The Federation of Seed Industry of India (FSII), the breakaway group from the National Seed Association of India (NSAI), has written to the union and Maharashtra agriculture ministries regarding resistance of pink bollworm (PBW) to Mahyco Monsanto Biotech’s BG-II, genetically-modified insect resistant Bt cotton technology. Maharashtra’s Principal Secretary (Agriculture) Bijay Kumar has said that BG-II should be denotified in view of extensive PBW resistance to BG-II in the state. Separately, the All India Kisan Sabha, a Communist Party of India organization, and NSAI, led by M Prabhakara Rao of Nuziveedu Seeds — whose Bt cottonseed franchise MMB has terminated for non-payment of trait-fee dues — have demanded that the trait fee of Rs 49 per packet of 450 grams of BG-II cottonseed be scrapped. Maharashtra has held seed companies liable for losses arising from PBW attack.
FSII says, “This is unfortunate and not an accurate assessment of the issue and holding the seed companies responsible for some of these outcomes is not only unfair but also in contravention to the principles of natural justice.” Its letter, it says, is an effort to bring to the fore the real reasons of the problem that, if addressed, can help mitigate this problem.
The PBW attacks, it says, were observed in some areas of Maharashtra in the kharif season. On the basis of its investigation, it says: (a) Bt cotton trait is approved primarily for the control of American bollworm. The control
of spotted bollworm, army worm and pink bollworm were additional features of the technology. Even now the control of all the above bollworms, especially American bollworm has been “excellent”, except for the recent phenomenon of the attack of PBW in certain areas. This fact is reflected in the increasing demand for Bt cottonsseed.
(b) When Bt technology was introduced in 2002, PBW was not a major pest in cotton, except in some pockets of Punjab and Haryana. When one pest goes down due to control by a pesticide or a GM trait, it is natural for other pests to increase due to a lack of competition.
(c) Resistance management is a scientific process with all technologies that target pests in plants or microbes in human beings or animals. A major factor for resistance development in PBW is due to non-adherence to the regulatory guideline of planting non-Bt refuge cotton by farmers (for bollworms to feed on). It is also dependent on the quality of non-Bt refuge seeds supplied by some companies.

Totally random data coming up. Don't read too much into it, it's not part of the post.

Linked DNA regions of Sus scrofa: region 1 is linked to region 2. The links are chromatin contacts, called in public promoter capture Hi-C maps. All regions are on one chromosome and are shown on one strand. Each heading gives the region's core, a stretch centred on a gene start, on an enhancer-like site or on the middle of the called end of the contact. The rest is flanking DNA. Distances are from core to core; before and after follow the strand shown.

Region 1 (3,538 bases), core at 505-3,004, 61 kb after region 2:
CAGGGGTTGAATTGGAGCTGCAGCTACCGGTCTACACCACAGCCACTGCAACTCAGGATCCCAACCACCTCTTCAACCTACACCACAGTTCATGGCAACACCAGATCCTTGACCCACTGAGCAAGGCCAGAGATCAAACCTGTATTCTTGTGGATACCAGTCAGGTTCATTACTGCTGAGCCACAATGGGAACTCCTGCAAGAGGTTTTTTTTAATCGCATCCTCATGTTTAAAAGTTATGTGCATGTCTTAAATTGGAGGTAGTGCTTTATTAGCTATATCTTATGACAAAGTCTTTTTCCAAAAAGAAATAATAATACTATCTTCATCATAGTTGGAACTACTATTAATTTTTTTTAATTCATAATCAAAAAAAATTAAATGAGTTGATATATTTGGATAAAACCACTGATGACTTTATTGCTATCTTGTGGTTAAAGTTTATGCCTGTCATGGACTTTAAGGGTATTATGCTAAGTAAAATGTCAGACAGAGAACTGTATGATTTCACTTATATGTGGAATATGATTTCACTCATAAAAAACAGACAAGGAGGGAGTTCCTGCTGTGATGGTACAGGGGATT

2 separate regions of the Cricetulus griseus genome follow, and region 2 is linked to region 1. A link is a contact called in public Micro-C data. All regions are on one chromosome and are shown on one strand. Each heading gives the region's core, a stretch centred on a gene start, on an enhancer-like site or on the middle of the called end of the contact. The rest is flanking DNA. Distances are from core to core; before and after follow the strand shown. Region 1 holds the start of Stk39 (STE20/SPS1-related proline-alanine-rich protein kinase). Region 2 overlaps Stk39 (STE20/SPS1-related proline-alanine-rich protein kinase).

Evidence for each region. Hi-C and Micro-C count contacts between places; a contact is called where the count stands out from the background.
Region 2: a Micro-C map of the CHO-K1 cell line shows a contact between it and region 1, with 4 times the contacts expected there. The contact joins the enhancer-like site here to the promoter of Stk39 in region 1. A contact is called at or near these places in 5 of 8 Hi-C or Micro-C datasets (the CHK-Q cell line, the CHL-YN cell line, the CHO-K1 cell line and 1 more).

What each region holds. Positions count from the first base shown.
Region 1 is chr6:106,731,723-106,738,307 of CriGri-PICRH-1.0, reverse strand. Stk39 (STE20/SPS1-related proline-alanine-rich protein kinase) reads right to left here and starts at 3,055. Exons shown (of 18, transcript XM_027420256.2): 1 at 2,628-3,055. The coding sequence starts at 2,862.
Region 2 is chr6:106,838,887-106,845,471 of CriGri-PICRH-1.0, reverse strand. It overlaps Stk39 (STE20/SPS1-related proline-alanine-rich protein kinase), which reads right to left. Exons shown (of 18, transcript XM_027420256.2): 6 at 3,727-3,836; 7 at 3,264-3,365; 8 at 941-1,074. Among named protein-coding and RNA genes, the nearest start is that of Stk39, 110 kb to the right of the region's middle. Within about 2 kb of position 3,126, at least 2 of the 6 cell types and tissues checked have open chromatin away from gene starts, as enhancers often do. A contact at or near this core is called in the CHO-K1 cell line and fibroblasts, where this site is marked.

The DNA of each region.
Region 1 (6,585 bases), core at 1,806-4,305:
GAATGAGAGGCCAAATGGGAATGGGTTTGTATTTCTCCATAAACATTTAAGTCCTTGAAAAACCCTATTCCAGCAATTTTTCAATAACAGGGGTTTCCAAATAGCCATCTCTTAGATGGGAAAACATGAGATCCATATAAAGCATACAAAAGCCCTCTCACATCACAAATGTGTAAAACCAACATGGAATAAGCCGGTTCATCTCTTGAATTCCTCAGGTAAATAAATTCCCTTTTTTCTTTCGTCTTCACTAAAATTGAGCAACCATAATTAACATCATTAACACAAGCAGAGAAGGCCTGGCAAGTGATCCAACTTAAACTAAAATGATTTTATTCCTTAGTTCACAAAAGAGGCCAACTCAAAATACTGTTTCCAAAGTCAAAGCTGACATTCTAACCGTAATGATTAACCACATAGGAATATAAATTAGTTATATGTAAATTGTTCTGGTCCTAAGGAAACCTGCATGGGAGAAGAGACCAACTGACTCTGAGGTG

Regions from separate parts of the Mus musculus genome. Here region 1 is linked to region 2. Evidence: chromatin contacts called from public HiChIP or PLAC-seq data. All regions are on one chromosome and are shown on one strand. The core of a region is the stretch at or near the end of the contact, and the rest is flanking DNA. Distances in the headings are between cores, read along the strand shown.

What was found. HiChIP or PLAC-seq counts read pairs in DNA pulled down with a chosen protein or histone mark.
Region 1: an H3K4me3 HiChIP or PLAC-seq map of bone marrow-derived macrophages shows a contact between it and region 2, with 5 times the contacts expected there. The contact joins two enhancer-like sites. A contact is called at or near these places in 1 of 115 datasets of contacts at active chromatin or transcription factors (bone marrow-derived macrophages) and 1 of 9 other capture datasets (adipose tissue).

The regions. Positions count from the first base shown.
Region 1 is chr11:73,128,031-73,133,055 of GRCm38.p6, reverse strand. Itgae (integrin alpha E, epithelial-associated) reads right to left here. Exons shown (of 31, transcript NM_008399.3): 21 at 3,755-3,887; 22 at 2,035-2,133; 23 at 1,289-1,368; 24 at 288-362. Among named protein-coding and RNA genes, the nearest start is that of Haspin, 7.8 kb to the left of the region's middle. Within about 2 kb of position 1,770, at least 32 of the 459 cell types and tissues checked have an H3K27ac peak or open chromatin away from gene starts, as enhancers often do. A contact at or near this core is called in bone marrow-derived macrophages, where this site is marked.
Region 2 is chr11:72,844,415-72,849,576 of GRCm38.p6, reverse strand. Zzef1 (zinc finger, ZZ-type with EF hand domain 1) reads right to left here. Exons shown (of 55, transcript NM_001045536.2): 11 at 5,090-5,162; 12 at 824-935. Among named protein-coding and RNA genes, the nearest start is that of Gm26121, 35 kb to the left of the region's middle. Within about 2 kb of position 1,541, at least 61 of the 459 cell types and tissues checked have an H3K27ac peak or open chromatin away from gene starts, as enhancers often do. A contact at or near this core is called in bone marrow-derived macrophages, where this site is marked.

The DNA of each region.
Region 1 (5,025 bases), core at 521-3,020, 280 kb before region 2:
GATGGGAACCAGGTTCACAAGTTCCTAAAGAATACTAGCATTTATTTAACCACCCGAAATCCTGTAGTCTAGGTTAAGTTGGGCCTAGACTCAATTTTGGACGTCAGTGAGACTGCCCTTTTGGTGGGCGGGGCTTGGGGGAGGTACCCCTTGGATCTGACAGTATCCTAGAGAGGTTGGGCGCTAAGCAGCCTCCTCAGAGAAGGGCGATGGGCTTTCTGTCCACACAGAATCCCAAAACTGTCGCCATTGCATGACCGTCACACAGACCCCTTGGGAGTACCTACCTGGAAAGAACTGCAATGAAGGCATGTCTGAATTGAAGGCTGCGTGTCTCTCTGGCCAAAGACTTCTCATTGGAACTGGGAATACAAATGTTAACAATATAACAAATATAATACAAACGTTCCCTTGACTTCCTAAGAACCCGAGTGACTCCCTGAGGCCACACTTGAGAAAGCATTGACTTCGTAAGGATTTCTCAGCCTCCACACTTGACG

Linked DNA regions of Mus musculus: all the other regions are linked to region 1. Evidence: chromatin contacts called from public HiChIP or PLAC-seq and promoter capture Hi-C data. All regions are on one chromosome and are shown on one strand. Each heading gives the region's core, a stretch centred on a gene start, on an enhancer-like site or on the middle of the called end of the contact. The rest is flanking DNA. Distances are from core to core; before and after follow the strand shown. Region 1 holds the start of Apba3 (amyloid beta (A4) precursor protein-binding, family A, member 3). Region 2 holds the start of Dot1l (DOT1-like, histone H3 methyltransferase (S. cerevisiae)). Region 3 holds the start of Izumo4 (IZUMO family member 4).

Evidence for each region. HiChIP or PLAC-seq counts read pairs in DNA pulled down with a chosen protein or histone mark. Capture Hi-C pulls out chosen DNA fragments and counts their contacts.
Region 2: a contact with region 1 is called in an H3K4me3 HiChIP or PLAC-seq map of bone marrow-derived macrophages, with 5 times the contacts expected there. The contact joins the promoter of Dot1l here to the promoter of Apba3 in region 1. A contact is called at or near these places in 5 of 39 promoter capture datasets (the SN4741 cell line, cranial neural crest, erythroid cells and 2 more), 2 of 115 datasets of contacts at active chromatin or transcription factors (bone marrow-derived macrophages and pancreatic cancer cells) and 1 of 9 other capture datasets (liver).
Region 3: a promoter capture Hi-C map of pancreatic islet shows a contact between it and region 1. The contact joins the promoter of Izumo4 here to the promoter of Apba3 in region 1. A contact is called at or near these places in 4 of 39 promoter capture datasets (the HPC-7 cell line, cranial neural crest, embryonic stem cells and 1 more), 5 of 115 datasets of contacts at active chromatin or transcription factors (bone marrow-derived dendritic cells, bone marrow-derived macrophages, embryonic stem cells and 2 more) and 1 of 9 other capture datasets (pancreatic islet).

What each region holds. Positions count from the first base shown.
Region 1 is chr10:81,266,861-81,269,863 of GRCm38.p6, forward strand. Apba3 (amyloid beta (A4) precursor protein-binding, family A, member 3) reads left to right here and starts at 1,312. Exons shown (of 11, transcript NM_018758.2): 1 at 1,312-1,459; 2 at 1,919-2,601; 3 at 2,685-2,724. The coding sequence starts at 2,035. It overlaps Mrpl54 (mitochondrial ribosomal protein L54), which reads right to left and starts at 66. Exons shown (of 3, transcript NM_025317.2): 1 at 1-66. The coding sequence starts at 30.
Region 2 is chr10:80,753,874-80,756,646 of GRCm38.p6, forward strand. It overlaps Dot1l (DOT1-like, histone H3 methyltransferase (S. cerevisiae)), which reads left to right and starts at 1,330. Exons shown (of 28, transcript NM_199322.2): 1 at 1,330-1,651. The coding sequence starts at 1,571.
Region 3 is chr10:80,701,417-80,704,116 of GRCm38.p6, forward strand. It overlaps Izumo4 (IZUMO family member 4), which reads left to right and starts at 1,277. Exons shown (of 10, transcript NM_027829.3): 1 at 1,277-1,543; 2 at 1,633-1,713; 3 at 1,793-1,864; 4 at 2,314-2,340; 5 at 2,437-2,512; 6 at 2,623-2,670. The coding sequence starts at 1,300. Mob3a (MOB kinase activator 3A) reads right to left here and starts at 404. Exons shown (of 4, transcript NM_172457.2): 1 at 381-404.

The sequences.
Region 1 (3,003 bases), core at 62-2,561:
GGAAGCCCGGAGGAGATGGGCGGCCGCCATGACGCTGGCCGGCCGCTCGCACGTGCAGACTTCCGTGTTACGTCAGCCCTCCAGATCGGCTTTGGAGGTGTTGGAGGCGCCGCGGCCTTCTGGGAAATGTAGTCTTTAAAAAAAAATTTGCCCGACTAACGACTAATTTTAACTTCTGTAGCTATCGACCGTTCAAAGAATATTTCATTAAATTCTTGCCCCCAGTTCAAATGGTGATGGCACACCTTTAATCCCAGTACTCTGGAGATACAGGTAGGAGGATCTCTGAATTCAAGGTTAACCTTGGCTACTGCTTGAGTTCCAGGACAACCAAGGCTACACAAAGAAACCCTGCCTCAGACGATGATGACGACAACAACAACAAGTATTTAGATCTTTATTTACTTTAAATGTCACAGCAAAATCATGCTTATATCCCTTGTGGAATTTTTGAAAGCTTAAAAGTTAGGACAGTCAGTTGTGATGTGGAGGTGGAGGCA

(d) It is difficult to establish that yield loss, if any, is due to attack of PBW. FSII says, it is an “established scientific fact” that crop yields depend on multiple factors, including environment, crop rotation, crop cultivation practices, choice of germplasm, pest biology and genetic purity. It is also a fact, it says, that adequate methods of controlling PBW are available to farmers. FSII’s understanding is that in most of the areas PBW numbers are below the economic threshold level (ETL).
(e) PBW management continues to be implemented in an “excellent” manner by the Gujarat government in the last two years with “extremely satisfactory results”. It is very important to transfer this knowledge from Gujarat to other states.
(f) No technology or product can be effective for all times, FSII says. That is why continuous research and development of new products is important.
FSII believes that effective stewardship of Bt cotton includes (a) Maintaining adequate trait purity of the seed, (b) Ensuring the quality of non-Bt refuge seed and (c) Ensuring relevant insect resistance management practices,
The letter also states that to drive adoption of good practices, member companies are engaging in outreach, such as: (a) Farmer education programs on clean cultivation, refuge planting, scouting for bollworms and spraying based on ETL levels. (b) Distribution and installation of pheromone traps for mass trapping of adult moths to arrest further multiplication and spread. (c) Persuading farmers to destroy stubble and harvested stalks to kill hibernating PBW larvae or pupae. (d) Engagement with ginners for timely destruction of seed cotton waste, to arrest off- field multiplication of PBW. (e) Farmer awareness on agronomy management, crop termination and crop management. (f) Introduction of refuge-in-bag (RIB), (that is mixing non-Bt cottonseed with Bt cottonseed instead of giving it in a separate pouch), for the coming season. This will ensure better compliance of refugia requirements by farmers.
The letter also states that collaborative efforts with stakeholders by members have yielded satisfactory results across states, especially in Gujarat. It expresses “deep concern” at the statements of the Maharashtra government that it will tell seed companies to compensate farmers. This, if implemented, may lead to closure of the industry. FSII claims.
(Top photo: Pink bollworm)